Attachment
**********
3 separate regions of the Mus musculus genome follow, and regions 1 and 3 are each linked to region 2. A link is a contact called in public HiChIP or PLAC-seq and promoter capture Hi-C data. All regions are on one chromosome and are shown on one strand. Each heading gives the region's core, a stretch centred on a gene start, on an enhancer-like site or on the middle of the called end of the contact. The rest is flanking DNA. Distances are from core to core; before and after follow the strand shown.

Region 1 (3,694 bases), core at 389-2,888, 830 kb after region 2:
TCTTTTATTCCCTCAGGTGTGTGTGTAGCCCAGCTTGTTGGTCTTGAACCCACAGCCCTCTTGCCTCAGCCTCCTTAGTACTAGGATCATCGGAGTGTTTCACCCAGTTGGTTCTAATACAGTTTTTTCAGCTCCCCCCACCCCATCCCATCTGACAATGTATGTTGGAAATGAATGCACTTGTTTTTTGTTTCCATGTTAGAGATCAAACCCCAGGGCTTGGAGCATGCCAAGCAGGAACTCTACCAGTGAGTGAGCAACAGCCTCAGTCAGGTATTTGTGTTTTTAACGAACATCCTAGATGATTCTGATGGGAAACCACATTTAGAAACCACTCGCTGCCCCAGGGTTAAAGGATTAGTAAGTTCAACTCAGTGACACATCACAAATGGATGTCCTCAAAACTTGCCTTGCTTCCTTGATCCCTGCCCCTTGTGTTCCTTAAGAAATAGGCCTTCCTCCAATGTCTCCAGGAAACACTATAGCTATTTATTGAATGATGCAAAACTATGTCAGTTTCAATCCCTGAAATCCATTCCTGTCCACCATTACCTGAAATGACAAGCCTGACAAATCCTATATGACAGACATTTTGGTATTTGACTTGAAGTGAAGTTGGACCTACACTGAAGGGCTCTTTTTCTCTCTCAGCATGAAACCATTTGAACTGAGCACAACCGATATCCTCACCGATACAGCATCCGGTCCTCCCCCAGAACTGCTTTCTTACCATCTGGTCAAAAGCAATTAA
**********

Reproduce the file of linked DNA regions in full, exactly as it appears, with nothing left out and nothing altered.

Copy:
3 separate regions of the Mus musculus genome follow, and regions 1 and 3 are each linked to region 2. A link is a contact called in public HiChIP or PLAC-seq and promoter capture Hi-C data. All regions are on one chromosome and are shown on one strand. Each heading gives the region's core, a stretch centred on a gene start, on an enhancer-like site or on the middle of the called end of the contact. The rest is flanking DNA. Distances are from core to core; before and after follow the strand shown.

Region 1 (3,694 bases), core at 389-2,888, 830 kb after region 2:
TCTTTTATTCCCTCAGGTGTGTGTGTAGCCCAGCTTGTTGGTCTTGAACCCACAGCCCTCTTGCCTCAGCCTCCTTAGTACTAGGATCATCGGAGTGTTTCACCCAGTTGGTTCTAATACAGTTTTTTCAGCTCCCCCCACCCCATCCCATCTGACAATGTATGTTGGAAATGAATGCACTTGTTTTTTGTTTCCATGTTAGAGATCAAACCCCAGGGCTTGGAGCATGCCAAGCAGGAACTCTACCAGTGAGTGAGCAACAGCCTCAGTCAGGTATTTGTGTTTTTAACGAACATCCTAGATGATTCTGATGGGAAACCACATTTAGAAACCACTCGCTGCCCCAGGGTTAAAGGATTAGTAAGTTCAACTCAGTGACACATCACAAATGGATGTCCTCAAAACTTGCCTTGCTTCCTTGATCCCTGCCCCTTGTGTTCCTTAAGAAATAGGCCTTCCTCCAATGTCTCCAGGAAACACTATAGCTATTTATTGAATGATGCAAAACTATGTCAGTTTCAATCCCTGAAATCCATTCCTGTCCACCATTACCTGAAATGACAAGCCTGACAAATCCTATATGACAGACATTTTGGTATTTGACTTGAAGTGAAGTTGGACCTACACTGAAGGGCTCTTTTTCTCTCTCAGCATGAAACCATTTGAACTGAGCACAACCGATATCCTCACCGATACAGCATCCGGTCCTCCCCCAGAACTGCTTTCTTACCATCTGGTCAAAAGCAATTAA